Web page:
Raiders Coliseum: The impact
Back in October, a new plan for the Coliseum complex was unveiled, and it had no traces of the old multipurpose bowl. The feasibility study released then was careful not to show a specific opening date or year for the Raiders’ new stadium. Instead, a 48-month project timeline was given, with 15 months for EIR preparation and 30 months for construction. Although sharing a Santa Clara stadium with the 49ers remains an option, it’s clear that team CEO Amy Trask prefers to have the Raiders in their own digs.
To understand what the impact of the new stadium would be on the Coliseum complex, I did a quick-and-dirty Photoshop overlay to see how the current and future pieces fit together. First, the new plan as drawn up for the Raiders:
Now the overlay:
The overlay isn’t exact, but it’s close. The big reveal is that the footprints of the new stadium and the old Coliseum overlap slightly. That indicates that some part of the Coliseum would have to be torn down in order to complete the stadium. A precedent for this already exists in Cincinnati, where the outfield chunk of old Riverfront Stadium was removed to make way for Great American Ball Park. The yellow stripe running through the area is the easement for underground sewer interceptor, which can’t have permanent structures on it. While it appears that part of the new stadium sits on the easement, the stadium could be constructed in such a way that the interceptor would remain accessible. (If you’re asking why the A’s haven’t asked about doing something like this at the Coliseum, stop right there. They have asked.)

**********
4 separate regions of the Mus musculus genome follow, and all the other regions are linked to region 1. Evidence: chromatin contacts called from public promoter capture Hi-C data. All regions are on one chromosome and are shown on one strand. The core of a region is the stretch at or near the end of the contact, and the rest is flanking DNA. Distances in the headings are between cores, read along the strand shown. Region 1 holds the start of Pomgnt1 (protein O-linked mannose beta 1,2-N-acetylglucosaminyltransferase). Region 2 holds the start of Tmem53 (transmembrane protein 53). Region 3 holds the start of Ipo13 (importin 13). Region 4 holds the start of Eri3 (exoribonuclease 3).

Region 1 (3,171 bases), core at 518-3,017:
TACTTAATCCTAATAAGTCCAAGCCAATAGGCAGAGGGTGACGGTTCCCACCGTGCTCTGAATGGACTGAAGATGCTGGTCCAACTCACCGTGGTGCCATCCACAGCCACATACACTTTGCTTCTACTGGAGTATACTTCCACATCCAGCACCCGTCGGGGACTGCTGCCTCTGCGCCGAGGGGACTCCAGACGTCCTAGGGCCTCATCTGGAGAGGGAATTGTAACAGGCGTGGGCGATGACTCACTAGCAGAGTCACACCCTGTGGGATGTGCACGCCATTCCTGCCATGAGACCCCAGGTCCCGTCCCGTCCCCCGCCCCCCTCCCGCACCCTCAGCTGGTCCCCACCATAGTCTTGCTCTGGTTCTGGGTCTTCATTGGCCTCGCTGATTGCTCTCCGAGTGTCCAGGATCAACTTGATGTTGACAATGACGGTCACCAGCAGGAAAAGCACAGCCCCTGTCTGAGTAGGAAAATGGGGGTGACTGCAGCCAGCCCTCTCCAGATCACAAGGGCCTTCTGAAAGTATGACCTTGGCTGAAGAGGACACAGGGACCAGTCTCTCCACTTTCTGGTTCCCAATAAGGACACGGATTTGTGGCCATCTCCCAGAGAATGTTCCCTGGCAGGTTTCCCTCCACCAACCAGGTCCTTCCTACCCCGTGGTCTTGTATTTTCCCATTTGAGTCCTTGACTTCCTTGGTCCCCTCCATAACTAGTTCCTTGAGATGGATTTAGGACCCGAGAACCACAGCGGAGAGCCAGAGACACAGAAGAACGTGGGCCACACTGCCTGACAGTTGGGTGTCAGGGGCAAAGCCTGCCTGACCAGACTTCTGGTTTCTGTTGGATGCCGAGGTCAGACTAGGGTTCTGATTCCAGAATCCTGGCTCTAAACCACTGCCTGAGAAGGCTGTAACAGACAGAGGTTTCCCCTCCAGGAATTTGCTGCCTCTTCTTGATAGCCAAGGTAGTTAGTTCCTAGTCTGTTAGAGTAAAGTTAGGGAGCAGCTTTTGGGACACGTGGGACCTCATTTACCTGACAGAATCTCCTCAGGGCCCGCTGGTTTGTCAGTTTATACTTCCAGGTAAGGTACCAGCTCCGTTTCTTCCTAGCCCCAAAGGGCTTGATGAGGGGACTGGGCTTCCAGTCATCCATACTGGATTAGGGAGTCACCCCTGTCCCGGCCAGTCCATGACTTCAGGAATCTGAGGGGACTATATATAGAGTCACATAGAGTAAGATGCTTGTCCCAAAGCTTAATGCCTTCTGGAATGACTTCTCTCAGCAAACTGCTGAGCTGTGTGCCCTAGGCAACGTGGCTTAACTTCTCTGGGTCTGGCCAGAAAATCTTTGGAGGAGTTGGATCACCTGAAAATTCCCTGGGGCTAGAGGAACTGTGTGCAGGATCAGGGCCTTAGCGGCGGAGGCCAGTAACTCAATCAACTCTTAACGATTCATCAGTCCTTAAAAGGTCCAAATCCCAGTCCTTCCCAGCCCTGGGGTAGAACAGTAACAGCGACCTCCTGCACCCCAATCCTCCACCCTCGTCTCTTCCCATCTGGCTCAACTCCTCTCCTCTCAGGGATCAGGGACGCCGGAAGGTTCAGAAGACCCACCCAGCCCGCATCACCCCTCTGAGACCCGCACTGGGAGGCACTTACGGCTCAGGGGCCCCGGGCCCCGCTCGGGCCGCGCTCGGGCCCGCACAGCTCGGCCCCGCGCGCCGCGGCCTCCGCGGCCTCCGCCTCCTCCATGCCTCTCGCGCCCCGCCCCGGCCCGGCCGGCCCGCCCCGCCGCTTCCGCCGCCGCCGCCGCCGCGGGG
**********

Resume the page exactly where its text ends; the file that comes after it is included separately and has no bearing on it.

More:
Assuming that the Raiders can get all of its ducks in a row (a big if), it’s possible that construction could start as early as mid-2012. Which means, of course, that the existing Coliseum would be affected. Significant portions of the original structure might have to be torn down. Hemmed in by the old stadium and the interceptor easement, the new stadium designers will have to be clever to design it in such a way that minimizes such impact. Since there’s no final site plan or stadium design, there’s plenty of time to sort all of this out.
The biggest issue is the timeline. The plans call for a severe reduction of available parking during and even after construction. Most of the old Coliseum would be replaced by a large public plaza leading to the BART bridge. For the A’s and Raiders’ 2012 and 2013 seasons, I’m guessing that parking would be reduced by 3,000 spaces or more, roughly 30% of the complex’s available spaces. A parking garage and additional surface parking obtained by buying nearby properties would help make up the shortfall, but most of those spaces wouldn’t be ready right away. Cutting into chunks of the Coliseum would probably remove parts of the upper deck that the A’s don’t use right now. On the other hand, the Raiders need those seats. Chances are that if part of the old stadium has to come down, the Raiders would play in a reduced capacity stadium for those two years (the Tennessee Titans played at Memphis’ Liberty Bowl and 40,000-seat Vanderbilt Stadium while what is now LP Field was being built). The iceplant between Gates B and C might have to go.
If construction couldn’t start until 2013 or later, the impacts to the A’s and Raiders could be fewer. The A’s should hopefully have something going somewhere, with the need to endure the transition lasting only one season. The Raiders could play at the Coliseum throughout the entire construction period. The Warriors? They’re screwed.